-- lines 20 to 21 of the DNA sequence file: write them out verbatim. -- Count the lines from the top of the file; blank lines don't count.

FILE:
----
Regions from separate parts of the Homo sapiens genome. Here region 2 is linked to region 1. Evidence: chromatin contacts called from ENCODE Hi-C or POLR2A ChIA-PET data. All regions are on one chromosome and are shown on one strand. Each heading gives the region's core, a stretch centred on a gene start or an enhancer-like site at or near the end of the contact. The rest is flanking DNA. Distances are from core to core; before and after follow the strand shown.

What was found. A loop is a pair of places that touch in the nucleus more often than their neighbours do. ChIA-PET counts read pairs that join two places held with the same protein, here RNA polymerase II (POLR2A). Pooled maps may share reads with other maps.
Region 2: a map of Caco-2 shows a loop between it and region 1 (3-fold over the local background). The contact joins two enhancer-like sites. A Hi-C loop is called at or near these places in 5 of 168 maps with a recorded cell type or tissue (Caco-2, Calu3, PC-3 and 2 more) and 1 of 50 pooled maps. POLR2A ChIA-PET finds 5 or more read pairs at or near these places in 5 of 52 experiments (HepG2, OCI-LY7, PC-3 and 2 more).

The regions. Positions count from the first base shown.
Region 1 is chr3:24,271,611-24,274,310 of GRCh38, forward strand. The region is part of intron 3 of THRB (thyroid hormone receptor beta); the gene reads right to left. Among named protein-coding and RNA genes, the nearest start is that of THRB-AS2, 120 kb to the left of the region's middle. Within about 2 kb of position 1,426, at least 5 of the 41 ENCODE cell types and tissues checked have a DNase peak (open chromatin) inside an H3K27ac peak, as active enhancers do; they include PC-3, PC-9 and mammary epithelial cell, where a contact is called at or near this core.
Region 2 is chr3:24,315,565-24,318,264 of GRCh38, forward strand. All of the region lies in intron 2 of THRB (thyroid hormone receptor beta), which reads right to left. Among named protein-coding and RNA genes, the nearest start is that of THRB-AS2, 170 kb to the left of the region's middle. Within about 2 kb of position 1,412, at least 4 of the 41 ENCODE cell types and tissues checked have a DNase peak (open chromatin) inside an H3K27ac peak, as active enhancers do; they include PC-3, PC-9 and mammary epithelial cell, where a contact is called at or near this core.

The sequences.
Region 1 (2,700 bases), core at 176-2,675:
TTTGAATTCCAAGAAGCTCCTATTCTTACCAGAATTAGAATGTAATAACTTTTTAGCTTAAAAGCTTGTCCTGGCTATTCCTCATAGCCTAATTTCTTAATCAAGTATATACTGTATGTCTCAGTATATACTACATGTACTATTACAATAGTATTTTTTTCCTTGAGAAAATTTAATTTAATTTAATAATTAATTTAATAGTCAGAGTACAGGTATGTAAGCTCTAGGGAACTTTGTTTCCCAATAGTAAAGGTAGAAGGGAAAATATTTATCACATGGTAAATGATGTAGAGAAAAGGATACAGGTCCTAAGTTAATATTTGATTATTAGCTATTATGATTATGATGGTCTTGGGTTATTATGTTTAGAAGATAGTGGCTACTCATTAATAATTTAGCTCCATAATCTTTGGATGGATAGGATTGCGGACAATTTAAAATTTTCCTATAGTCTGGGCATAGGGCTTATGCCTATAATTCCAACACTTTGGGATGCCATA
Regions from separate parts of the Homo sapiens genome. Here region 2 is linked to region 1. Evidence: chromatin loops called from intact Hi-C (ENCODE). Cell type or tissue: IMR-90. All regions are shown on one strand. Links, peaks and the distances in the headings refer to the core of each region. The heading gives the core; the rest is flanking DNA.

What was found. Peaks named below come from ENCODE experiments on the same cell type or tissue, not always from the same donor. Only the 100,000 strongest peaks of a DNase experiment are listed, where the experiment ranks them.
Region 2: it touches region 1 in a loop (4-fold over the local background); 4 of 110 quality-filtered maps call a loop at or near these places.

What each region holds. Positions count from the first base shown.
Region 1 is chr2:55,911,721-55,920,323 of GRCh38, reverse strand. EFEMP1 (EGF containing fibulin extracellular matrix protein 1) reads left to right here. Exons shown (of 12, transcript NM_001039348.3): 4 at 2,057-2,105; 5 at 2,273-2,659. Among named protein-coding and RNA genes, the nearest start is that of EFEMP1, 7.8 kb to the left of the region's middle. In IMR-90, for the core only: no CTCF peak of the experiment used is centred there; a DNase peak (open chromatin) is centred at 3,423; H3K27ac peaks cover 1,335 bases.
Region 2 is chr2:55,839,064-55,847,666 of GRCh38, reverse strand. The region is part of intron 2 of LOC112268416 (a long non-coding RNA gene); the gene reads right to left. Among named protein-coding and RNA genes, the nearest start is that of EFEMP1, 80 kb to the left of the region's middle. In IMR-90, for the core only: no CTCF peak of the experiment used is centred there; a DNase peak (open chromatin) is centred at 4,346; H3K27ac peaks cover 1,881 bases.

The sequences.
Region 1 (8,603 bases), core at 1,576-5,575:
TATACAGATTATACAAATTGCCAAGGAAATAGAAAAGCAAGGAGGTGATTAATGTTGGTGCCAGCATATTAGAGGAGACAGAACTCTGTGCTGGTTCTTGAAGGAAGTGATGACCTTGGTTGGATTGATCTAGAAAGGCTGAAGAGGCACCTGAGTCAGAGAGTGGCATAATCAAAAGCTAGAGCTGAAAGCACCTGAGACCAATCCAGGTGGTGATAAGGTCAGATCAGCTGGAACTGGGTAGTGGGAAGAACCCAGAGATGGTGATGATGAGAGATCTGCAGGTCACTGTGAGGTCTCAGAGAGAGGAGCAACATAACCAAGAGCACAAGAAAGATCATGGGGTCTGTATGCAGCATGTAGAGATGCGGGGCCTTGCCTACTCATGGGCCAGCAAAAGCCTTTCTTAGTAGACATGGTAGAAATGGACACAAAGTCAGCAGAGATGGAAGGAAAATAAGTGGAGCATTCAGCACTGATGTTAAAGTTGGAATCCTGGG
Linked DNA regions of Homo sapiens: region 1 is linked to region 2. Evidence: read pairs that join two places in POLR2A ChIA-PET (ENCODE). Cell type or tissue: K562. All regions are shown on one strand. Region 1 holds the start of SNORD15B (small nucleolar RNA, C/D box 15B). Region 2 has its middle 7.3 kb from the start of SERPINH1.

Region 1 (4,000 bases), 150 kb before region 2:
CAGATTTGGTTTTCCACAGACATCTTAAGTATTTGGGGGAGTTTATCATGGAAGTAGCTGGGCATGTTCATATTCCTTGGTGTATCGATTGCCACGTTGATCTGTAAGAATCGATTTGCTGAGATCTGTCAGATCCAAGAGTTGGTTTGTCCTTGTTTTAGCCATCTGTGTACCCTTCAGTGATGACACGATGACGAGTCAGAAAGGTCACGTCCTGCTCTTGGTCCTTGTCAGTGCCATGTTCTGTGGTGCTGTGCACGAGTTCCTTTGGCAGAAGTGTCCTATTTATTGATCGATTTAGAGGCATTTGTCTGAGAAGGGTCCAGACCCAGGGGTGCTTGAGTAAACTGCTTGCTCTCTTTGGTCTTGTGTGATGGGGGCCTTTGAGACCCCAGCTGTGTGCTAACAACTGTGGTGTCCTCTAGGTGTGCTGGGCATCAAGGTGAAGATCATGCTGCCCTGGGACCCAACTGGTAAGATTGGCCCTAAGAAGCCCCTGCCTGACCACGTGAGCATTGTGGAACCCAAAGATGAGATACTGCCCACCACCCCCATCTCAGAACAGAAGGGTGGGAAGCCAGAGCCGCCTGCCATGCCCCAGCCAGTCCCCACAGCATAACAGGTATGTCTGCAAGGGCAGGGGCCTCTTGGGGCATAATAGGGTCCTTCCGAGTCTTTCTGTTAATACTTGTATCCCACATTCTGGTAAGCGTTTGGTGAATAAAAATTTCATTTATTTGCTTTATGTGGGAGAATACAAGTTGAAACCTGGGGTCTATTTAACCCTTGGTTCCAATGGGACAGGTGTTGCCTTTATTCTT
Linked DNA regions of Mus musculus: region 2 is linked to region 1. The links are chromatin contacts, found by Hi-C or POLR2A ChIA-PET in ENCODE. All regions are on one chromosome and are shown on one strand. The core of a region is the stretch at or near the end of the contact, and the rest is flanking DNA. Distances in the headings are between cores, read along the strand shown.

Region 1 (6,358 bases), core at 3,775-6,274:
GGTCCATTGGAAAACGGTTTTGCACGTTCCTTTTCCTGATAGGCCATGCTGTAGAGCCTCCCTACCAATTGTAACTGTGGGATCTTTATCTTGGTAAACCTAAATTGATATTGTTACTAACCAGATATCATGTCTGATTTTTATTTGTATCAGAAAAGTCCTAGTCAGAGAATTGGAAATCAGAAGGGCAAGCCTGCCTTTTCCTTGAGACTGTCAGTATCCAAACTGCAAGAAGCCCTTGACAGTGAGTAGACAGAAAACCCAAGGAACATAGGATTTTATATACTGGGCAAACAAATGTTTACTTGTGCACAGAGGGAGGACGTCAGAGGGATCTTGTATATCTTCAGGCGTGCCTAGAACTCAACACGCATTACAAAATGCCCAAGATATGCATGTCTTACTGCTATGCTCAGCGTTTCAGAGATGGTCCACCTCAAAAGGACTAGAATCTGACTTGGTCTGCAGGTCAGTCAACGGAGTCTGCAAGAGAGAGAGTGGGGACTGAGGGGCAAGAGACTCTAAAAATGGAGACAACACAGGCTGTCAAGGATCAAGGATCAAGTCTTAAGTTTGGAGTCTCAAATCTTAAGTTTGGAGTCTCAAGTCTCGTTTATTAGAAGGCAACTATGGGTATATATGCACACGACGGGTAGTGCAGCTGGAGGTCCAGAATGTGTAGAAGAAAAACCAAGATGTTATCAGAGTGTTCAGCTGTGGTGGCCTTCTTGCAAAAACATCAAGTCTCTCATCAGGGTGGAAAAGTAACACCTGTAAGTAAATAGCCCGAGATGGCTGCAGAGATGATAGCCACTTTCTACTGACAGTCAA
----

Region 1 (4,000 bases), 150 kb before region 2:
CAGATTTGGTTTTCCACAGACATCTTAAGTATTTGGGGGAGTTTATCATGGAAGTAGCTGGGCATGTTCATATTCCTTGGTGTATCGATTGCCACGTTGATCTGTAAGAATCGATTTGCTGAGATCTGTCAGATCCAAGAGTTGGTTTGTCCTTGTTTTAGCCATCTGTGTACCCTTCAGTGATGACACGATGACGAGTCAGAAAGGTCACGTCCTGCTCTTGGTCCTTGTCAGTGCCATGTTCTGTGGTGCTGTGCACGAGTTCCTTTGGCAGAAGTGTCCTATTTATTGATCGATTTAGAGGCATTTGTCTGAGAAGGGTCCAGACCCAGGGGTGCTTGAGTAAACTGCTTGCTCTCTTTGGTCTTGTGTGATGGGGGCCTTTGAGACCCCAGCTGTGTGCTAACAACTGTGGTGTCCTCTAGGTGTGCTGGGCATCAAGGTGAAGATCATGCTGCCCTGGGACCCAACTGGTAAGATTGGCCCTAAGAAGCCCCTGCCTGACCACGTGAGCATTGTGGAACCCAAAGATGAGATACTGCCCACCACCCCCATCTCAGAACAGAAGGGTGGGAAGCCAGAGCCGCCTGCCATGCCCCAGCCAGTCCCCACAGCATAACAGGTATGTCTGCAAGGGCAGGGGCCTCTTGGGGCATAATAGGGTCCTTCCGAGTCTTTCTGTTAATACTTGTATCCCACATTCTGGTAAGCGTTTGGTGAATAAAAATTTCATTTATTTGCTTTATGTGGGAGAATACAAGTTGAAACCTGGGGTCTATTTAACCCTTGGTTCCAATGGGACAGGTGTTGCCTTTATTCTT